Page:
So, here we go!
Swiss Meringue Buttercream Recipe: 1/2 c. egg whites (about 5-6 eggs) 1 c. granulated sugar 1 lb butter
1. First, before you start, make sure your egg whites are absolutely clean. Also, re-wash your mixing bowl and whip attachment to be sure that there are no traces of fat left. This is to ensure your meringue will whip up beautifully!
2. Create a double-boiler for your egg whites by filling a pot (big enough for your mixing bowl to sit on top) with water. Make sure the water does not touch the bottom of the mixing bowl– you don’t want scrambled eggs! Bring your water to a boil.
3. Combine your egg whites and sugar in your mixing bowl- be sure to whisk them together as soon as you combine them, so the hygroscopic nature of the sugar will not damage the egg whites. Once the water in your pot is at a boil, turn off the stove and set the mixing bowl on top of the pot.
4. As your egg white and sugar mixture heats, be sure to stir gently but constantly with a rubber spatula, so the whites do not cook from the heat of the water. In tradition, you need to heat Swiss Meringue Buttercream to 140F to ensure that it will be egg safe. To do this, you can either use a digital thermometer, or, you can use my favorite tool, my trusty pinky!! The way that I do this is to insert my (clean) pinky into the whites and when the mixture is a little to hot to keep my pinky in there for more than five seconds or so, it is at the correct temperature. This is a method that I learned from one of my favorite chefs at the CIA, Stephane Weber. Using your God-given hands as tools is a very French technique, and the fabulous Chef Weber taught me to be more in-tuned with what I was making by sometimes relying on my hands and my intellect instead of machines! I encourage you to try whatever method you feel is comfortable for you.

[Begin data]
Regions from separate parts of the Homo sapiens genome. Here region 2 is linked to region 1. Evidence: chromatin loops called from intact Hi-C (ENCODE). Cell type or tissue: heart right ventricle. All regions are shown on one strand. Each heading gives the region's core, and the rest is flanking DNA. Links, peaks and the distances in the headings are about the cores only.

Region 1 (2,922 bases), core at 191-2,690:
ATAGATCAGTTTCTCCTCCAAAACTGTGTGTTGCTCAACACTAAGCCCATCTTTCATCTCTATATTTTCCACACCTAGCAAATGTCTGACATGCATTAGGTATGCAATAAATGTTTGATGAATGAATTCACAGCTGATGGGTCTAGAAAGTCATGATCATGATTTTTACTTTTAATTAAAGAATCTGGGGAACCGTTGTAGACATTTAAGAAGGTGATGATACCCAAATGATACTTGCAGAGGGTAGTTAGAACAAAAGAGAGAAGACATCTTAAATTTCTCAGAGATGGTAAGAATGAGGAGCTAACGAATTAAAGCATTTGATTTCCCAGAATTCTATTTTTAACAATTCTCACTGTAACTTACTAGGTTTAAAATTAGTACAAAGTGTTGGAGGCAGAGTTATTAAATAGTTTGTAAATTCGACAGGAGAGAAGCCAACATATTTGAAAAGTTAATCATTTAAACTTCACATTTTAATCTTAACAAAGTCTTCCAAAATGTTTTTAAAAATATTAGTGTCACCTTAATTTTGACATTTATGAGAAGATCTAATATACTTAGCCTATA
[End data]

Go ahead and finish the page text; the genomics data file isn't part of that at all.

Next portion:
5. As you are heating your egg whites you will slowly see a change in its appearance, which will eventually result in a stronger and loftier meringue in the end.
Before Heating: After Heating:
6. Once your whites and sugar are at temperature, it is time to place the bowl on the mixer with the whip attachment and make our meringue. First, start out on a medium-high speed until you see the whites start to whip up and gain some more body. This should take about 3-5 minutes or so. Once you reach this point, turn the mixer down to medium speed to stabilize the meringue and to take the meringue to medium peak (you should see the whip starting to leave a trail in the meringue in the bowl). In order to see if you are truly at medium peak, stop the mixer and remove the whip attachment. If the meringue is runny and pours right off of the whip, keep going. Remove the excess off of the tip of the whip and turn it over. It should form a nice hook, almost like the top of a Dairy Queen ice cream cone. If your meringue looks like it has cotton balls in it (you will know what I mean if this happens), you have gone too far and over-whipped your meringue! At this point, start over to ensure a good final product.
1. change the whip to the paddle attachment 2. make sure your butter is extremely soft. NOT melting, but soft enough to put dents in it with your fingers! It will take longer for your buttercream to come together if your butter is cold.
8. Turn the mixer on medium speed and add the butter slowly, in small bits. As you go, the mixer will look a little strange, but do not worry!!! In the words of another chef at school, Chef Cavotti, “It always gets worse before it gets better”. Honestly, if your buttercream starts to look like a chunky gross mess, that means it is coming together!
9. Like I mentioned in step eight, you want to look for a “broken” look to your buttercream to recognize that it is almost done. At this point, if you wish, you can turn your mixer up slightly to expedite the process. You will see the buttercream slowly start to smooth out, and you will know it is finished! You may use the buttercream right away, or store for about a week in refrigeration. If you are planning on using buttercream that has been in the fridge, you must reconstitute it to bring it back to its smooth consistency. To do this, take about 2 ounces of the buttercream and melt it in the microwave. Add this to the rest of the buttercream on medium speed of your mixer with the paddle attachment. It should break slightly, then come together like traditional buttercream.
The finished product!!! You are now ready to go out into the world and decorate up a storm :]
I wish you luck, and I truly hope that you will make Meringue Buttercream part of your repertoire. It will make you a better baker, will teach you one or two things about the art of baking, and will make decorating ten times easier!